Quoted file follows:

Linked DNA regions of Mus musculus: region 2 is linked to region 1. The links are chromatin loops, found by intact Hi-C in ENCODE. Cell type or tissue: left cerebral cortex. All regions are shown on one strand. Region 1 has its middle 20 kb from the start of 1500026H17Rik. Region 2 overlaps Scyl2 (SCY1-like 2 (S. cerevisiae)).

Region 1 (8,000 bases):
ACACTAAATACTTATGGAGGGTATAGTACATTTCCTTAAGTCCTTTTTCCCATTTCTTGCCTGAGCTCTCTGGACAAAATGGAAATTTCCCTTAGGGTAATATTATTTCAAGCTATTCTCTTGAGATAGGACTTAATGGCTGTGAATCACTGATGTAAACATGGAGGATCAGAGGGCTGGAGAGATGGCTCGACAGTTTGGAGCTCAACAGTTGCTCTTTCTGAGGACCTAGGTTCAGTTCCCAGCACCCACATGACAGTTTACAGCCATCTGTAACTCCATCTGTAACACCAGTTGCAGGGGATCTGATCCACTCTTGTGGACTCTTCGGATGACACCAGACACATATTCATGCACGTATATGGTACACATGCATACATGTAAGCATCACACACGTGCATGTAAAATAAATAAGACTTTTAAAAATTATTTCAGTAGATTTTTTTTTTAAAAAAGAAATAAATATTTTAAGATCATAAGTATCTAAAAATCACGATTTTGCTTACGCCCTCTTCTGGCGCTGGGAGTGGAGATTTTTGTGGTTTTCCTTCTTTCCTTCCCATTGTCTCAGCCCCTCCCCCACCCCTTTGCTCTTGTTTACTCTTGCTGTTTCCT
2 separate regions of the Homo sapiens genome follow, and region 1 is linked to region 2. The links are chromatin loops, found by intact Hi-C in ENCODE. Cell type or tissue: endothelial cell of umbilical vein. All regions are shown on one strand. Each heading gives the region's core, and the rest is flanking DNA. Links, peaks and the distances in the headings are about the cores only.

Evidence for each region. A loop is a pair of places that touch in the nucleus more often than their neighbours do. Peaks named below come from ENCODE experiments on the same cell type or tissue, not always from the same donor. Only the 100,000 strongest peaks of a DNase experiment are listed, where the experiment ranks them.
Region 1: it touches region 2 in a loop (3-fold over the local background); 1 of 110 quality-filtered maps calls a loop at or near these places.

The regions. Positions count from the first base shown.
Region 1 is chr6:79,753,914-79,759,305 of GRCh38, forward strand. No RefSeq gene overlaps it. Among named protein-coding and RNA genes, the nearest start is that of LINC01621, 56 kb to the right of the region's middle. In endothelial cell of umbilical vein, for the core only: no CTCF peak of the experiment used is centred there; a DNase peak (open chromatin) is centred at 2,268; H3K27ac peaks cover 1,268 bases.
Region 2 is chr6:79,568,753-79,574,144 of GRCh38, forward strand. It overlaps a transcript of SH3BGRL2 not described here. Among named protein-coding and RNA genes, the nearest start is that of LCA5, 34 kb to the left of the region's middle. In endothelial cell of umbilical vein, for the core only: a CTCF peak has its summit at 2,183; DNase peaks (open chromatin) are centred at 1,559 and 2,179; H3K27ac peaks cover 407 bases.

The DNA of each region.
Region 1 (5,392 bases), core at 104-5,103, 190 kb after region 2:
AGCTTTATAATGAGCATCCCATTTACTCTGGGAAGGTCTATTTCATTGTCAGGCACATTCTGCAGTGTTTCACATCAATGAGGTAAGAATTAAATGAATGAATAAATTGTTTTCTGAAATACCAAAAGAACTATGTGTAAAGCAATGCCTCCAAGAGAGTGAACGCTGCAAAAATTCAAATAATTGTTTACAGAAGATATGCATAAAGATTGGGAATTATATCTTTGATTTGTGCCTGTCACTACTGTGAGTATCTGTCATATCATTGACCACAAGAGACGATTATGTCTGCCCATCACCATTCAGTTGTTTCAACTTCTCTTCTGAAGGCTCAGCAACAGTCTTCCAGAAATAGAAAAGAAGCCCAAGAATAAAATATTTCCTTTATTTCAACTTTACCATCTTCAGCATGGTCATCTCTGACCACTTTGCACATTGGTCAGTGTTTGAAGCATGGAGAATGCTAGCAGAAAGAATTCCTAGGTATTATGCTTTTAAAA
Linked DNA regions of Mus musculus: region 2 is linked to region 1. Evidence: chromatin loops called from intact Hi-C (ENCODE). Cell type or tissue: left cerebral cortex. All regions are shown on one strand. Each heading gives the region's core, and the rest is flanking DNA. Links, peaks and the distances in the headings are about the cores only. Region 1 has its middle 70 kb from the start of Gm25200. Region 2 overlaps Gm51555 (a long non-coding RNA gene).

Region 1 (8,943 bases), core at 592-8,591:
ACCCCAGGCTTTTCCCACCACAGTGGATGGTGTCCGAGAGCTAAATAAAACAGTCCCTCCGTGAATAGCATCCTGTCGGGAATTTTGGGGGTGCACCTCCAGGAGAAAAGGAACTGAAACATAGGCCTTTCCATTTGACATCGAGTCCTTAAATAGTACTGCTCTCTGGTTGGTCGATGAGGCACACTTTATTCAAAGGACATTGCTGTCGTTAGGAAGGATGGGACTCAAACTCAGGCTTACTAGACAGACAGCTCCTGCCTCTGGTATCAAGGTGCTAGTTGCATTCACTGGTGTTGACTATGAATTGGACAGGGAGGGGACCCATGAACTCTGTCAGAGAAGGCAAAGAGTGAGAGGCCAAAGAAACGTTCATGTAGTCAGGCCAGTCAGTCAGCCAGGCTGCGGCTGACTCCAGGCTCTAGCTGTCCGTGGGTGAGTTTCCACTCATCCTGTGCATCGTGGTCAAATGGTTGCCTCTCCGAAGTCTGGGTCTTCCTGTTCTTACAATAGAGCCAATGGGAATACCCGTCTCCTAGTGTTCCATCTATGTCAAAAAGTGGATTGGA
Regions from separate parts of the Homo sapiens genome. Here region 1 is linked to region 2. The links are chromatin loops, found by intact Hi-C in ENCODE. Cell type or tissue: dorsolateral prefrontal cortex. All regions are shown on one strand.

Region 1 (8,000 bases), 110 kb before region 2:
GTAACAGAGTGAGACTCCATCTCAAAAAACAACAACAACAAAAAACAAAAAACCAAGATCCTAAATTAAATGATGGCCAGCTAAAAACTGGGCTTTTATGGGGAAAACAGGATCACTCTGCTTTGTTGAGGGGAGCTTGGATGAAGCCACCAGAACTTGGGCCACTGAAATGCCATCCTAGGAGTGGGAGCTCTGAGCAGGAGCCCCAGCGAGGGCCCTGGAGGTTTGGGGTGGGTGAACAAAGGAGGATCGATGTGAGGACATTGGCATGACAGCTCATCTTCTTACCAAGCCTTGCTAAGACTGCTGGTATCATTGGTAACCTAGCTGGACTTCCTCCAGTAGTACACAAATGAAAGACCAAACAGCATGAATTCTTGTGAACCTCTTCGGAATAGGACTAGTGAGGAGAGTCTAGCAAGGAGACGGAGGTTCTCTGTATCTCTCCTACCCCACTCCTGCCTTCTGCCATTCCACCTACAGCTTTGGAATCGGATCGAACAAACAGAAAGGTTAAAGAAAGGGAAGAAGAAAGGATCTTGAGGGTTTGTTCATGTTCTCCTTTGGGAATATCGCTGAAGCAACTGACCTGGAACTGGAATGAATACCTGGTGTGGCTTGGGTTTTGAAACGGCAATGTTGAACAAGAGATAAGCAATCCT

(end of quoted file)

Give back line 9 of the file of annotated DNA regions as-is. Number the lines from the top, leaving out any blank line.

Region 2 is chr6:79,568,753-79,574,144 of GRCh38, forward strand. It overlaps a transcript of SH3BGRL2 not described here. Among named protein-coding and RNA genes, the nearest start is that of LCA5, 34 kb to the left of the region's middle. In endothelial cell of umbilical vein, for the core only: a CTCF peak has its summit at 2,183; DNase peaks (open chromatin) are centred at 1,559 and 2,179; H3K27ac peaks cover 407 bases.